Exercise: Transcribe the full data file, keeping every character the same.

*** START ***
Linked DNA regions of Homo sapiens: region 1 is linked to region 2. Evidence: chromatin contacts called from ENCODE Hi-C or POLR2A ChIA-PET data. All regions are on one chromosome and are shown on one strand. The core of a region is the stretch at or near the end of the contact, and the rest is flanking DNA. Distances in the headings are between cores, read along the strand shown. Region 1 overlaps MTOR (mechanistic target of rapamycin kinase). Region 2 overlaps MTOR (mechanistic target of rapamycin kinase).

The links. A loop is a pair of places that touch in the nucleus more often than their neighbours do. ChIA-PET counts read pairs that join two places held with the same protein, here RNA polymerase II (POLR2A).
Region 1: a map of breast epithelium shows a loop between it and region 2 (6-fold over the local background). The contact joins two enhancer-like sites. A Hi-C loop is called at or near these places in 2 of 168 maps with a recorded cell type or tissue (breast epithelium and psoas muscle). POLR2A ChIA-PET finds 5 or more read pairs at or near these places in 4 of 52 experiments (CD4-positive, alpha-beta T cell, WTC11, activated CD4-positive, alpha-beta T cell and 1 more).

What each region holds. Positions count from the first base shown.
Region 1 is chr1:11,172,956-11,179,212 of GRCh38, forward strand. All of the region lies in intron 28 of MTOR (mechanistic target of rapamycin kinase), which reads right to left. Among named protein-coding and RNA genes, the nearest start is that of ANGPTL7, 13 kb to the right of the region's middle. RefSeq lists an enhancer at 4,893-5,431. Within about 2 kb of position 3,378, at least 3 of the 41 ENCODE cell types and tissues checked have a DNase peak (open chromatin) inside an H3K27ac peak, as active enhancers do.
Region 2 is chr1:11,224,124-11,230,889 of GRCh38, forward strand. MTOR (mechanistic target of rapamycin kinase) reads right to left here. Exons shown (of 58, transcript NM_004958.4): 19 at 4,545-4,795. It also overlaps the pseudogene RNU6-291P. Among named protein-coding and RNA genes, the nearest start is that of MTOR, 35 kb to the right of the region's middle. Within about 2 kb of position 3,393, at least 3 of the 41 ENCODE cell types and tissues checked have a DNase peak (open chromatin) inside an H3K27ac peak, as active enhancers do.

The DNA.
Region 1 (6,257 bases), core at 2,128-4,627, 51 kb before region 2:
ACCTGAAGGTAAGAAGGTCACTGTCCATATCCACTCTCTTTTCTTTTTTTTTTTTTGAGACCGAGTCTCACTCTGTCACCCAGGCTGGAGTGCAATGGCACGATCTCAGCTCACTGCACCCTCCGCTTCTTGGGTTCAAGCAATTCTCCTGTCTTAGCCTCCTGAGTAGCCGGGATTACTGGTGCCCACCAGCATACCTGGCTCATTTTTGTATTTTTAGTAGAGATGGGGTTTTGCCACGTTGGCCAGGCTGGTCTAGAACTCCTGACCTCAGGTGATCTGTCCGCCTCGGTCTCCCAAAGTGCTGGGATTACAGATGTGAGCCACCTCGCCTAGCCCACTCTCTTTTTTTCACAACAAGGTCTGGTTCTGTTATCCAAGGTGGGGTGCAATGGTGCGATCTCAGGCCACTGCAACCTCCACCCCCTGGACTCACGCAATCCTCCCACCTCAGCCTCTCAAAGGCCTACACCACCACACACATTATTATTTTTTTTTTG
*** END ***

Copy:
Linked DNA regions of Homo sapiens: region 1 is linked to region 2. Evidence: chromatin contacts called from ENCODE Hi-C or POLR2A ChIA-PET data. All regions are on one chromosome and are shown on one strand. The core of a region is the stretch at or near the end of the contact, and the rest is flanking DNA. Distances in the headings are between cores, read along the strand shown. Region 1 overlaps MTOR (mechanistic target of rapamycin kinase). Region 2 overlaps MTOR (mechanistic target of rapamycin kinase).

The links. A loop is a pair of places that touch in the nucleus more often than their neighbours do. ChIA-PET counts read pairs that join two places held with the same protein, here RNA polymerase II (POLR2A).
Region 1: a map of breast epithelium shows a loop between it and region 2 (6-fold over the local background). The contact joins two enhancer-like sites. A Hi-C loop is called at or near these places in 2 of 168 maps with a recorded cell type or tissue (breast epithelium and psoas muscle). POLR2A ChIA-PET finds 5 or more read pairs at or near these places in 4 of 52 experiments (CD4-positive, alpha-beta T cell, WTC11, activated CD4-positive, alpha-beta T cell and 1 more).

What each region holds. Positions count from the first base shown.
Region 1 is chr1:11,172,956-11,179,212 of GRCh38, forward strand. All of the region lies in intron 28 of MTOR (mechanistic target of rapamycin kinase), which reads right to left. Among named protein-coding and RNA genes, the nearest start is that of ANGPTL7, 13 kb to the right of the region's middle. RefSeq lists an enhancer at 4,893-5,431. Within about 2 kb of position 3,378, at least 3 of the 41 ENCODE cell types and tissues checked have a DNase peak (open chromatin) inside an H3K27ac peak, as active enhancers do.
Region 2 is chr1:11,224,124-11,230,889 of GRCh38, forward strand. MTOR (mechanistic target of rapamycin kinase) reads right to left here. Exons shown (of 58, transcript NM_004958.4): 19 at 4,545-4,795. It also overlaps the pseudogene RNU6-291P. Among named protein-coding and RNA genes, the nearest start is that of MTOR, 35 kb to the right of the region's middle. Within about 2 kb of position 3,393, at least 3 of the 41 ENCODE cell types and tissues checked have a DNase peak (open chromatin) inside an H3K27ac peak, as active enhancers do.

The DNA.
Region 1 (6,257 bases), core at 2,128-4,627, 51 kb before region 2:
ACCTGAAGGTAAGAAGGTCACTGTCCATATCCACTCTCTTTTCTTTTTTTTTTTTTGAGACCGAGTCTCACTCTGTCACCCAGGCTGGAGTGCAATGGCACGATCTCAGCTCACTGCACCCTCCGCTTCTTGGGTTCAAGCAATTCTCCTGTCTTAGCCTCCTGAGTAGCCGGGATTACTGGTGCCCACCAGCATACCTGGCTCATTTTTGTATTTTTAGTAGAGATGGGGTTTTGCCACGTTGGCCAGGCTGGTCTAGAACTCCTGACCTCAGGTGATCTGTCCGCCTCGGTCTCCCAAAGTGCTGGGATTACAGATGTGAGCCACCTCGCCTAGCCCACTCTCTTTTTTTCACAACAAGGTCTGGTTCTGTTATCCAAGGTGGGGTGCAATGGTGCGATCTCAGGCCACTGCAACCTCCACCCCCTGGACTCACGCAATCCTCCCACCTCAGCCTCTCAAAGGCCTACACCACCACACACATTATTATTTTTTTTTTG